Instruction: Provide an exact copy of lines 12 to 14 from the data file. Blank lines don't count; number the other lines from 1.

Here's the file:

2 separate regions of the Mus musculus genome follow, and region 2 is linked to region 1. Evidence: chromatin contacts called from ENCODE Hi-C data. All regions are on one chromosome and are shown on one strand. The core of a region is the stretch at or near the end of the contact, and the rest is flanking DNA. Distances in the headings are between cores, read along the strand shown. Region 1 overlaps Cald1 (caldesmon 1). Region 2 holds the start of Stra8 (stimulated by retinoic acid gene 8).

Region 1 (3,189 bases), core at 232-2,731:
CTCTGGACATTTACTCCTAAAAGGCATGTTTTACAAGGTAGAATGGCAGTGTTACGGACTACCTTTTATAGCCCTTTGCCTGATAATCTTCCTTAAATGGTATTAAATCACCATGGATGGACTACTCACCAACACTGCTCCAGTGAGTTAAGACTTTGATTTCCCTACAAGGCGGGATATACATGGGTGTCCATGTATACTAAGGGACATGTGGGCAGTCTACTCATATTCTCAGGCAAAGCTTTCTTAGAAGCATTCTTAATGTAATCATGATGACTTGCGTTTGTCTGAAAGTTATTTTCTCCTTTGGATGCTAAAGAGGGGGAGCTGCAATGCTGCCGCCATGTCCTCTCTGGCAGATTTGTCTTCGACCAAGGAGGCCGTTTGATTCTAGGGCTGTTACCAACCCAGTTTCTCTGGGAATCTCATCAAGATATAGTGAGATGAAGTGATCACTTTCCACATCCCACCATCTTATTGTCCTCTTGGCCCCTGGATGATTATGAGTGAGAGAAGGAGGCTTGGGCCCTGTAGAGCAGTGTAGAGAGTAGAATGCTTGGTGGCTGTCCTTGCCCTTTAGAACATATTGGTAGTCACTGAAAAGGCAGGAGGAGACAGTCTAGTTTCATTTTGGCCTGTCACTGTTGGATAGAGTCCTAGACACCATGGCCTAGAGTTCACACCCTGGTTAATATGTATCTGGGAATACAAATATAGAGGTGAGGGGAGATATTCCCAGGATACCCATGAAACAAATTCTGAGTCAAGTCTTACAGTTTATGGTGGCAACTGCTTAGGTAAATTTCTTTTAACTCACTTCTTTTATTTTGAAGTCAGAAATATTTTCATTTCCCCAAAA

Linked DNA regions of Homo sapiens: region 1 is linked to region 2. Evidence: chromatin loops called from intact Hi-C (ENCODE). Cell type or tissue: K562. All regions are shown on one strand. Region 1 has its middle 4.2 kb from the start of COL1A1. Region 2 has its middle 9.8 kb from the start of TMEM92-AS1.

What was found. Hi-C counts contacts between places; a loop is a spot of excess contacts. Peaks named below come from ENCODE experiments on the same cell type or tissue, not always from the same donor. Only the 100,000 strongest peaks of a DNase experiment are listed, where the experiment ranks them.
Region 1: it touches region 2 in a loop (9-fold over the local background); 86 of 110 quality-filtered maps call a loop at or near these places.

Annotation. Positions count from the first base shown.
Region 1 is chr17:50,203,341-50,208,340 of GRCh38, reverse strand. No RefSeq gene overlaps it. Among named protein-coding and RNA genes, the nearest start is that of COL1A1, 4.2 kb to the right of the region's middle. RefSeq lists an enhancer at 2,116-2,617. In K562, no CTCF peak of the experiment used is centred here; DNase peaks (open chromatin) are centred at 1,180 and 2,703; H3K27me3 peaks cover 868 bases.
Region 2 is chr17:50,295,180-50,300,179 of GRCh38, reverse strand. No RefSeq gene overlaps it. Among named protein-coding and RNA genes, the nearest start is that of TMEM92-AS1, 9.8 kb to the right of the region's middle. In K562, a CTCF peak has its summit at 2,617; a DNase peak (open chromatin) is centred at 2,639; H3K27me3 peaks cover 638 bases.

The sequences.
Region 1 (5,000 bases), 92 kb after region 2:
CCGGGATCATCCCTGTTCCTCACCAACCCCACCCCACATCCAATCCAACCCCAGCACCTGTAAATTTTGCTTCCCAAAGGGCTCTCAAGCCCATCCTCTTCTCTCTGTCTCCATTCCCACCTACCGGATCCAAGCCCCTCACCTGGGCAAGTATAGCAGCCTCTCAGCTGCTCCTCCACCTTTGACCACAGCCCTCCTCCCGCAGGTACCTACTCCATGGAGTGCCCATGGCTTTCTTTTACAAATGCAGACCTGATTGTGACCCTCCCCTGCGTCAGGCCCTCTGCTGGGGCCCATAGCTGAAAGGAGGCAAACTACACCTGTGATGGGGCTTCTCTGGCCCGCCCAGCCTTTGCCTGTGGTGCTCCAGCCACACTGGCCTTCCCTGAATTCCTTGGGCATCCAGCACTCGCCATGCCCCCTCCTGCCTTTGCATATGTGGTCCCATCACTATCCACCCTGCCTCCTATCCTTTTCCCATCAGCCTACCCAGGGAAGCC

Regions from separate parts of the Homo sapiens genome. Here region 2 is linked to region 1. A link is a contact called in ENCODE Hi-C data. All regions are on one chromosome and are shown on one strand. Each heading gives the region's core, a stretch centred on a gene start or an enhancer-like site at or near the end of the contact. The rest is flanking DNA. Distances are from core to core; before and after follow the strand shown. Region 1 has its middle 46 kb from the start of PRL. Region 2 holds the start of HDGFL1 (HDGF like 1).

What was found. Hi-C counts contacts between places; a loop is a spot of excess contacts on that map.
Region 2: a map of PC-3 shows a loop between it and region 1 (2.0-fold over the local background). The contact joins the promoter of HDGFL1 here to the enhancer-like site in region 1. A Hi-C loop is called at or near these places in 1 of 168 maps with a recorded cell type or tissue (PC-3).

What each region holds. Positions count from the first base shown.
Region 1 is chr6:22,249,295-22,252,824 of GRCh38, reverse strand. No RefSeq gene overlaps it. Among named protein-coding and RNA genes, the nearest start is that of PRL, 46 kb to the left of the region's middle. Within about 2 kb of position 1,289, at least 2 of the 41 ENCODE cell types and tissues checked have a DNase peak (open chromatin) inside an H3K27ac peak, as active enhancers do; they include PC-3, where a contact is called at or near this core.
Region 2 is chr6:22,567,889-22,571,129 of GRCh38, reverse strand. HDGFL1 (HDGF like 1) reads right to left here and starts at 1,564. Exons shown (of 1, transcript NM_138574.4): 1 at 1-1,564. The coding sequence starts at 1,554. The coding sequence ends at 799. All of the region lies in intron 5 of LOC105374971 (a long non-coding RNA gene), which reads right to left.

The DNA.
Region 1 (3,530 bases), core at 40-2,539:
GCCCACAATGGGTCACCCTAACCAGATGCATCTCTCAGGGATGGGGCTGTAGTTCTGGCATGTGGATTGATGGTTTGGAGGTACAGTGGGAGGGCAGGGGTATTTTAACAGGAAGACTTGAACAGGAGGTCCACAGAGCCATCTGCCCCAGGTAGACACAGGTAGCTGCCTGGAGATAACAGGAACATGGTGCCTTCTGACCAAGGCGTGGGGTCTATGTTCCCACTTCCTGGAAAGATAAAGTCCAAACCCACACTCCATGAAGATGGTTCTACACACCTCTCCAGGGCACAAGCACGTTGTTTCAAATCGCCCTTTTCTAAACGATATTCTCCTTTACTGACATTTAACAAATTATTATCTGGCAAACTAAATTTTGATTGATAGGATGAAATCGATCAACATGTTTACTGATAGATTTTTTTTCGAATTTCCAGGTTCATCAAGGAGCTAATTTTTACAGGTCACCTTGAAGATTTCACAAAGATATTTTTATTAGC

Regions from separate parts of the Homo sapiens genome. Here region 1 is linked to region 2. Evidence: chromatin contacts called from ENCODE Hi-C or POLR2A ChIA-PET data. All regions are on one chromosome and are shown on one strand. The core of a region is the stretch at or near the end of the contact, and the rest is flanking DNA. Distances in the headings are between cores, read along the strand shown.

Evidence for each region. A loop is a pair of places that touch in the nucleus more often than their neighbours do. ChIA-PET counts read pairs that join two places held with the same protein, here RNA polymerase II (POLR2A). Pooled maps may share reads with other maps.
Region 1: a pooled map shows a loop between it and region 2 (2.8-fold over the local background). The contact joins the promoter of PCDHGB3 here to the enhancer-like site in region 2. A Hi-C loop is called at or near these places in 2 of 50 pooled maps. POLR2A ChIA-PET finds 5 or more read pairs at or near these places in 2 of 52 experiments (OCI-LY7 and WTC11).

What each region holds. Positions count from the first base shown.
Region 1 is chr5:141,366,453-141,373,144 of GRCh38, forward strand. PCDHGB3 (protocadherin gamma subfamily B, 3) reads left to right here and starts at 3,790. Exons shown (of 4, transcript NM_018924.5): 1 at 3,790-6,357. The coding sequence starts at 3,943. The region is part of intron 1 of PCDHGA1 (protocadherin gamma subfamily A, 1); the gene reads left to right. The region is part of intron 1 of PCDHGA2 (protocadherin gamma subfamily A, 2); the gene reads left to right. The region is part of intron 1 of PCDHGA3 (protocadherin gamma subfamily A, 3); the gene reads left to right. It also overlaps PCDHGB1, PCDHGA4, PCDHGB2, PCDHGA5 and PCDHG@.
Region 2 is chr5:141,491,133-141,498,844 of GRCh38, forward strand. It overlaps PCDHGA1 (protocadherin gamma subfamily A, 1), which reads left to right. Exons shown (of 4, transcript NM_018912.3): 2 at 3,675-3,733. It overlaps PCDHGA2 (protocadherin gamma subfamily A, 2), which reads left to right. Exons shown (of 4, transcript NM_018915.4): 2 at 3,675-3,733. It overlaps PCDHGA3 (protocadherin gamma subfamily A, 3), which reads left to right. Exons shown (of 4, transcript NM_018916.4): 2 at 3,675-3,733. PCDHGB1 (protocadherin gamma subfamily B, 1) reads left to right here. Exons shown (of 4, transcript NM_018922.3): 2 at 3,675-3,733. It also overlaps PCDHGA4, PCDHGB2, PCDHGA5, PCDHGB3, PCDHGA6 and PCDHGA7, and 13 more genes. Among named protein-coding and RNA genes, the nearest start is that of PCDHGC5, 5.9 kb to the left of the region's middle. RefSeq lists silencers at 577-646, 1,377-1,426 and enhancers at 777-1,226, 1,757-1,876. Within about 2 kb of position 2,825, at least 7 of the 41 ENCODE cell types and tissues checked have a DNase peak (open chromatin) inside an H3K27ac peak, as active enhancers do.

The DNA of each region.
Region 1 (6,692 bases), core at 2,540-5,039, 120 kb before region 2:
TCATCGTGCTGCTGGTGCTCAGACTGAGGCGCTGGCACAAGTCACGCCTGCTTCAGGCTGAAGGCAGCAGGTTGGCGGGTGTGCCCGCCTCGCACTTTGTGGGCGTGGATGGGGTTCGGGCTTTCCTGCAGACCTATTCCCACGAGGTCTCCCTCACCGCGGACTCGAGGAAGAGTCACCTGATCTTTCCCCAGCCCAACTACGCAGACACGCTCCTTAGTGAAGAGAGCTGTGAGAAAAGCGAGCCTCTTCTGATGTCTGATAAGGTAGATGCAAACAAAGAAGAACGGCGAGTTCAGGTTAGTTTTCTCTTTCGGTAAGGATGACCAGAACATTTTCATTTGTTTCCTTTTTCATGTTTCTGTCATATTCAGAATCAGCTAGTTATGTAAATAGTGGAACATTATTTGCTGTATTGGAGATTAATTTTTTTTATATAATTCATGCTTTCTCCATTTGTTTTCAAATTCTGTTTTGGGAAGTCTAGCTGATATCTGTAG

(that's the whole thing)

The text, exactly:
CCGGGATCATCCCTGTTCCTCACCAACCCCACCCCACATCCAATCCAACCCCAGCACCTGTAAATTTTGCTTCCCAAAGGGCTCTCAAGCCCATCCTCTTCTCTCTGTCTCCATTCCCACCTACCGGATCCAAGCCCCTCACCTGGGCAAGTATAGCAGCCTCTCAGCTGCTCCTCCACCTTTGACCACAGCCCTCCTCCCGCAGGTACCTACTCCATGGAGTGCCCATGGCTTTCTTTTACAAATGCAGACCTGATTGTGACCCTCCCCTGCGTCAGGCCCTCTGCTGGGGCCCATAGCTGAAAGGAGGCAAACTACACCTGTGATGGGGCTTCTCTGGCCCGCCCAGCCTTTGCCTGTGGTGCTCCAGCCACACTGGCCTTCCCTGAATTCCTTGGGCATCCAGCACTCGCCATGCCCCCTCCTGCCTTTGCATATGTGGTCCCATCACTATCCACCCTGCCTCCTATCCTTTTCCCATCAGCCTACCCAGGGAAGCC

Regions from separate parts of the Homo sapiens genome. Here region 2 is linked to region 1. A link is a contact called in ENCODE Hi-C data. All regions are on one chromosome and are shown on one strand. Each heading gives the region's core, a stretch centred on a gene start or an enhancer-like site at or near the end of the contact. The rest is flanking DNA. Distances are from core to core; before and after follow the strand shown. Region 1 has its middle 46 kb from the start of PRL. Region 2 holds the start of HDGFL1 (HDGF like 1).

What was found. Hi-C counts contacts between places; a loop is a spot of excess contacts on that map.